A low carbon ferritic steel (Fe-0.0056%C) was used for the estimation of dislocation density. Annealed steel sheet with the ferrite grain size of 50 μm was subjected to cold rolling up to 80% thickness reduction and then provided to the X-ray diffraction analysis. Dislocation density was evaluated by the Modified Williamson-Hall / Warren-Averbach method. It was confirmed in cold rolled specimens that the equation; σy [GPa] = 0.05+18 ρ /109 stands up in the relation between yield stress σy and dislocation density ρ [m–2]. On the other hand, the values of parameter φ in the Modified Williamson-Hall equation were accurately estimated in each cold rolled specimen and it was found that the equation ρ[m–2] = 4.5×1019φ2 stands up between φ and ρ. In addition, it is suggested that the screw dislocation component decreases with cold rolling and, in specimens with cold rolling more than 40%, dislocations are of almost full edge dislocation.
Fatigue tests were performed to obtain co-planar and branch crack growth rates on rail and wheel steel under non-proportional mixed mode I/III cycles. In the experiments, sequential and overlapping mode I and mode III cycles that simulated the load experienced by the rolling contact fatigue cracks were applied to the crack in cylindrical specimens made of rail and wheel steel. Experiments showed that a long co-planar crack could be produced under certain loading conditions. Based on the fracture surface observations by SEM and the results of FEA, the long co-planar crack growth is thought to be driven mainly by mode III loading and the role of mode I is an assistant, keeping the crack face opened. It was observed that the cracks were apt to branch when the strength of the material increased. It was also observed that the crack branched when the degree of overlap between the mode I and mode III cycles increased. We proposed the equivalent stress intensity factor range for branch crack that can consider the crack face contact and successfully regressed the crack growth rate data. Comparing the fracture surfaces and the co-planar crack growth rates data under non-proportional mixed mode I/III loading with that under I/II loading, it is found that the mechanism of shear mode crack growth is essentially the same regardless of whether the main driving force is in-plane shear or out-of-plane shear.
The applicability of the finite element method coupled with electromagnetic field analysis and heat conduction analysis to optimization of induction heating of a bearing raceway was assessed. In order to obtain temperature uniformity in a heated raceway, precise design of the coil arrangement and heating schedule are required. It is important to know how the internal temperature changes with time for the development stage.
The one-dimensional skin current model predicts that the temperature difference between the outer and inner surfaces decreases and that the temperature becomes uniform as the heating region moves inward when the outer surface temperature nears the Curie point. This phenomenon was reproduced in simulations and experiments for a ring sample, but it depended on the balance between the thickness of the ring and the penetration depth of the electromagnetic field. It is necessary to set an appropriate rate of temperature increase and frequency for the power source according to the thickness of ring.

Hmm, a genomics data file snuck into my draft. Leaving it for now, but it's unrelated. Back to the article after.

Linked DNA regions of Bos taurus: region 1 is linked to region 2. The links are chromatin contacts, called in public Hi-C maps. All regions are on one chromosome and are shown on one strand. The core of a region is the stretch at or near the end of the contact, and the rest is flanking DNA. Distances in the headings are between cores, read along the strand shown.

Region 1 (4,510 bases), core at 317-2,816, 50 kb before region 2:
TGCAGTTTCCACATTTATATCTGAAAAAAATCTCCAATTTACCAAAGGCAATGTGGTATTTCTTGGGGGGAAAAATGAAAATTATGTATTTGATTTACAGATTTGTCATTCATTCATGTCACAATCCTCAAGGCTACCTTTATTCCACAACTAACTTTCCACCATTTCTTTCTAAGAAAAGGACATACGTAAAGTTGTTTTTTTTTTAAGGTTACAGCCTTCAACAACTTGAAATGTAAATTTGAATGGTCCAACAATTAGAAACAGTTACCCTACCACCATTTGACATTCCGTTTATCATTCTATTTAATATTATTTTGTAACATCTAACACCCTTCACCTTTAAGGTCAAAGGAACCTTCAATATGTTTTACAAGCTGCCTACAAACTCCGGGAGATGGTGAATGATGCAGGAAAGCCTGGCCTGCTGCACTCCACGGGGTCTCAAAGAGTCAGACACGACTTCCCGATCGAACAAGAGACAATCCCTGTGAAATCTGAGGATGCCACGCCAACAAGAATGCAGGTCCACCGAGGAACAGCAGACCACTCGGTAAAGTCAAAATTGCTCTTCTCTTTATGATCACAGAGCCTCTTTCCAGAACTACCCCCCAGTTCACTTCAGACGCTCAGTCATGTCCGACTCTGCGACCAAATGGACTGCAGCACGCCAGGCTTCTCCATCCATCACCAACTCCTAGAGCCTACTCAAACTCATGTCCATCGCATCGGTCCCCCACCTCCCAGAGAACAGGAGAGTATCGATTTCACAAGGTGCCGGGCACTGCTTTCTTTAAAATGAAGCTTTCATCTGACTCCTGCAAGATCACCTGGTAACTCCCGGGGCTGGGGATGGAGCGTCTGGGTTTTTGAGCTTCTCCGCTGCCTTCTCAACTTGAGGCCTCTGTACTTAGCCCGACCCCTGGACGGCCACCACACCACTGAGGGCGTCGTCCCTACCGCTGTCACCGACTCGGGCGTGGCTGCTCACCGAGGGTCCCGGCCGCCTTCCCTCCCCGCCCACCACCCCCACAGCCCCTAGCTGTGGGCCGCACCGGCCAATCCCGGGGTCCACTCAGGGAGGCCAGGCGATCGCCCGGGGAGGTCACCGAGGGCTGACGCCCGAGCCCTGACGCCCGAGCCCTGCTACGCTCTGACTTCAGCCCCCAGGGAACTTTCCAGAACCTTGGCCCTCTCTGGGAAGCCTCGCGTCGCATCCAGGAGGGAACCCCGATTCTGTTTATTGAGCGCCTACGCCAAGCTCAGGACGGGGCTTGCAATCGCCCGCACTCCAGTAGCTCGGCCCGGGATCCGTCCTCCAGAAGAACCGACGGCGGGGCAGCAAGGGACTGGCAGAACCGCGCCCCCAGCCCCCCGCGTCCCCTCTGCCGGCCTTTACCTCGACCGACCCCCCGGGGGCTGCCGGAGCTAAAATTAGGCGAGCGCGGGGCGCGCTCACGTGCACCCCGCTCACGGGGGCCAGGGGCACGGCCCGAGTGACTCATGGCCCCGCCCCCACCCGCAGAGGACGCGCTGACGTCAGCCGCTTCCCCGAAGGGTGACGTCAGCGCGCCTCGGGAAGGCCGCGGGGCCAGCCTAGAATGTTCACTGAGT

High accuracy analysis was possible by using temperature-dependent B-H characteristics when a heated ring was in the ferromagnetic state. However, in the paramagnetic state, the agreement between simulation and experiment became worse. This may be due to the high rate of temperature increase used in this study, which suggests that the shift in the transformation point to high temperature must be taken into account.
A continuous blast furnace slag solidification process was developed to promote the use of air-cooled slag coarse aggregate for concrete. In this process, molten slag can be solidified in only 120 seconds, and the thickness of the slag is about 25 mm. After crushing the slag, the water absorption ratio is much lower than that achieved in the past because gas generation is suppressed. With this apparatus, most of the slag is crystalline, but part of the slag has a glassy surface. Therefore, EPMA and XRD were used to study the glass transition phenomenon. It found that the thickness of the glass layer is about 2 mm. To discuss the glass transition and crystallization phenomena, the thermal history was simulated by heat transfer analysis. The results clarified the fact that all the slag on the mold has a glassy surface layer of about 2 mm, and good agreement between the calculation and experimental data concerning the layer was obtained. It was also shown that most of the slag crystallizes in the slag pit because the temperature inside the piled slags rises to more than 1173 K. The measured slag temperature and calculated temperature were also in good agreement.
In Modified Williamson-Hall / Warren-Averbach (MWH/WA) method, the estimation of parameter α is of vital importance for obtaining other parameters accurately. Almost all researchers use the procedure for determining parameter α proposed by Ungár et al. (route 1), which includes the rough approximation. On the other hand, Takebayashi et al. suggested an improved procedure (route 2) which could give more precise results. By comparing above two routes, it is found that route 1 can result in overestimated (about twice) α values and significantly impacts further analysis in MWH/WA method due to ignored terms. Since the difference of α value affects the crystallite size D and parameter φ, the application of route 2 is recommended in MWH/WA method.